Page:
I am deploying a Rails 4 app to a Fedora 19 x64 server using Nginx and Unicorn. The problem is that I get an error when visiting the address: "We're sorry, but something went wrong."

My Nginx error log (/var/log/nginx/error.log) shows:

2014/03/08 03:50:12 [warn] 23934#0: conflicting server name "localhost" on, ignored
2014/03/08 03:50:12 [warn] 23936#0: conflicting server name "localhost" on, ignored
2014/03/08 03:50:14 [crit] 23939#0: *1 connect() to unix:/tmp/unicorn.[app name].sock failed (2: No such file or directory) while connecting to upstream, client: [client IP], server: localhost, request: "GET /v1/industries/1.xml HTTP/1.1", upstream: "http://unix:/tmp/unicorn.[app name].sock:/v1/industries.json", host: "api.[app name].ca"

As far as I can see from this, Nginx is not aware that the socket exists. However, looking in /tmp, it does:

[root@localhost tmp]# ls
unicorn.[app name].sock

I keep getting stuck at this point, no matter how I modify my Unicorn config file or my Nginx config file. Both are attacted:

/var/www/[app name]/config/unicorn.rb:

working_directory "/var/www/[app name]"
pid "/var/www/[app name]/pids/unicorn.pid"
stderr_path "/var/www/[app name]/log/unicorn.log"
stdout_path "/var/www/[app name]/log/unicorn.log"
listen "/tmp/unicorn.[app name].sock"
worker_processes 2
timeout 30


upstream app {
    server unix:/tmp/unicorn.[app name].sock fail_timeout=0;
server {
    listen 80;
    server_name localhost;
    root /var/www/[app name]/public;
    try_files $uri/index.html $uri @app;
    location @app {
        proxy_set_header X-Forwarded-For $proxy_add_x_forwarded_for;
        proxy_set_header Host $http_host;
        proxy_redirect off;
        proxy_pass http://app;
    error_page 500 502 503 504 /500.html;
    client_max_body_size 4G;
    keepalive_timeout 10;

The way I have been starting these two daemons is as follows:

unicorn_rails -c /var/www/[app name]/config/unicorn.rb -D -E production
service nginx start

The Unicorn logs contain no relevant information, nor do the production logs. This setup seems straight forward, has anyone experienced this before? Thanks for any help you can provide.

By the way, I was initially following this tutorial: https://www.digitalocean.com/community/articles/how-to-deploy-rails-apps-using-unicorn-and-nginx-on-centos-6-5

2 Answers 2


After many hours and a grand total of 3 beers, I've managed to figure out the problem. After hours of digging, I finally came across this Server Fault answer

In layman terms, it appears that programs that create files in /tmp (or /var/tmp as I have discovered) are the only programs that are able to see the files in that directory. Unicorn was creating the UNIX socket file, however Nginx could not see it.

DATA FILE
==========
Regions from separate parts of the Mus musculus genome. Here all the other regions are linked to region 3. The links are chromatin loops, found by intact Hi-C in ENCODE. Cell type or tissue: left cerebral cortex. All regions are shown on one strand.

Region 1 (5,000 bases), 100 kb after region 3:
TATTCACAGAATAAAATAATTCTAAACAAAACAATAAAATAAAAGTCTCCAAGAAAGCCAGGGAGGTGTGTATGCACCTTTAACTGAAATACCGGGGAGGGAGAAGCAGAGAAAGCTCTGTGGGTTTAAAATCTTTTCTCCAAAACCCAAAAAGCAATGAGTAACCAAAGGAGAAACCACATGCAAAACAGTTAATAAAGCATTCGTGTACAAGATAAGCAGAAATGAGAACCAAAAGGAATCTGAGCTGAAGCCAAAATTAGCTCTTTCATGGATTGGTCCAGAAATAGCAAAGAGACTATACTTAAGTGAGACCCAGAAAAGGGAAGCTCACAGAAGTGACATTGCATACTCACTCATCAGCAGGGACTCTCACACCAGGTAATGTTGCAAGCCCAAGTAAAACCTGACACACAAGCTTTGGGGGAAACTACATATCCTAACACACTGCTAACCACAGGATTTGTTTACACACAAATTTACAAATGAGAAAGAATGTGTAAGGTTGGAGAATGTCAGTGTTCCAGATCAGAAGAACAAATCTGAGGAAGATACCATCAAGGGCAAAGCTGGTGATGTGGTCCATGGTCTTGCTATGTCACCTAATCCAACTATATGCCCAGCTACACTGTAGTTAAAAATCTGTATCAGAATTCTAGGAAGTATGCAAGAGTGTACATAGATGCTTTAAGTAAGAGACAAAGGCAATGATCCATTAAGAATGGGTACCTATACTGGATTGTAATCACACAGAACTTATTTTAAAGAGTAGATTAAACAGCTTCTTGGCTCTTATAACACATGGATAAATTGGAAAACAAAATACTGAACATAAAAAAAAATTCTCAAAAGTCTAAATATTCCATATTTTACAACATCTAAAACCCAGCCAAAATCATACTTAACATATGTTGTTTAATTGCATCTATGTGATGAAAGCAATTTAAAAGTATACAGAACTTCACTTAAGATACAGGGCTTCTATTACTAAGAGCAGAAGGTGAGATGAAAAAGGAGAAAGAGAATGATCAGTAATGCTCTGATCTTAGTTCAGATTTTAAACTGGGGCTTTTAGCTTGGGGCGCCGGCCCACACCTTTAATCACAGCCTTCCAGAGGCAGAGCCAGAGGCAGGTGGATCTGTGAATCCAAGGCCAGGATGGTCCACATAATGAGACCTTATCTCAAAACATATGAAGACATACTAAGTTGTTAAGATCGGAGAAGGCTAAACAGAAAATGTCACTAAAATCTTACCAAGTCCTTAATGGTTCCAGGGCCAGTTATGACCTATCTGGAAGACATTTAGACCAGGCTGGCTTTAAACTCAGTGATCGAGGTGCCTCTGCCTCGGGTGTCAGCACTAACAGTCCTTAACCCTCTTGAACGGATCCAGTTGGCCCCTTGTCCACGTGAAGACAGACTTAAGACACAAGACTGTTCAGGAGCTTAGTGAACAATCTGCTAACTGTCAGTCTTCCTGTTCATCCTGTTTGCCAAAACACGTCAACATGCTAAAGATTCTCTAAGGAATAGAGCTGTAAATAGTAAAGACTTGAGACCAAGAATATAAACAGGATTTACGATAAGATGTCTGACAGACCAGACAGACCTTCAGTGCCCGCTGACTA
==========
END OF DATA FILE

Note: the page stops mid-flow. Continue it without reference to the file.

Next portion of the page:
The solution I have employed is to have Unicorn create sockets in /var/sockets.

  • How did you make unicorn change the dir it users to store sockets?
    – Nick Res
    Commented Aug 7, 2014 at 5:11
  • 3
    Simply modify the listen variable in your Unicorn config file. Ex: listen "/var/sockets/unicorn.[app name].sock", then configure Nginx to proxy all connections to your server to that socket file such as server unix:/var/sockets/unicorn.[app name].sock fail_timeout=0;
    – jamsesso
    Commented Aug 8, 2014 at 12:34
  • 8
    Just adding a googleable note that I came here by way of nginx reporting a 504 Gateway Timeout error while using an upstream puma server. The only reason I stumbled upon this answer was that the logs indicated the same strange looking http://unix:///tmp… path being explored. So yeah, certainly not a unicorn specific bug in case anybody else using puma, or any other server, finds this. Ubuntu 14.04 is apparently exhibiting the same security protocol as fedora.
    – mczepiel
    Commented Sep 8, 2014 at 7:06
  • @mczepiel I am having the same issue can you help ? Commented May 27, 2016 at 13:31
  • 1
    @mczepiel I'm having the same issue where it's looking for the unix socket with an http:// prefix. The socket file definitely exists, is definitely accessible to the nginx user (verified with sudo -u), and is in a user-custom location that isn't /tmp. What's even weirder is that this works on another server with pretty much exactly the same configuration. Did you ever figure out what causes it to interpret the unix socket as http?
    – fields
    Commented Jun 18, 2016 at 13:04

I suddenly had a similar situation after changing nginx to use a systemd startup service based on their template.

It ends up that the problem was with PrivateTmp=true, which makes it so that nginx was unable to access the socket file created by gunicorn. Once I changed this to PrivateTmp=false the error resolved.


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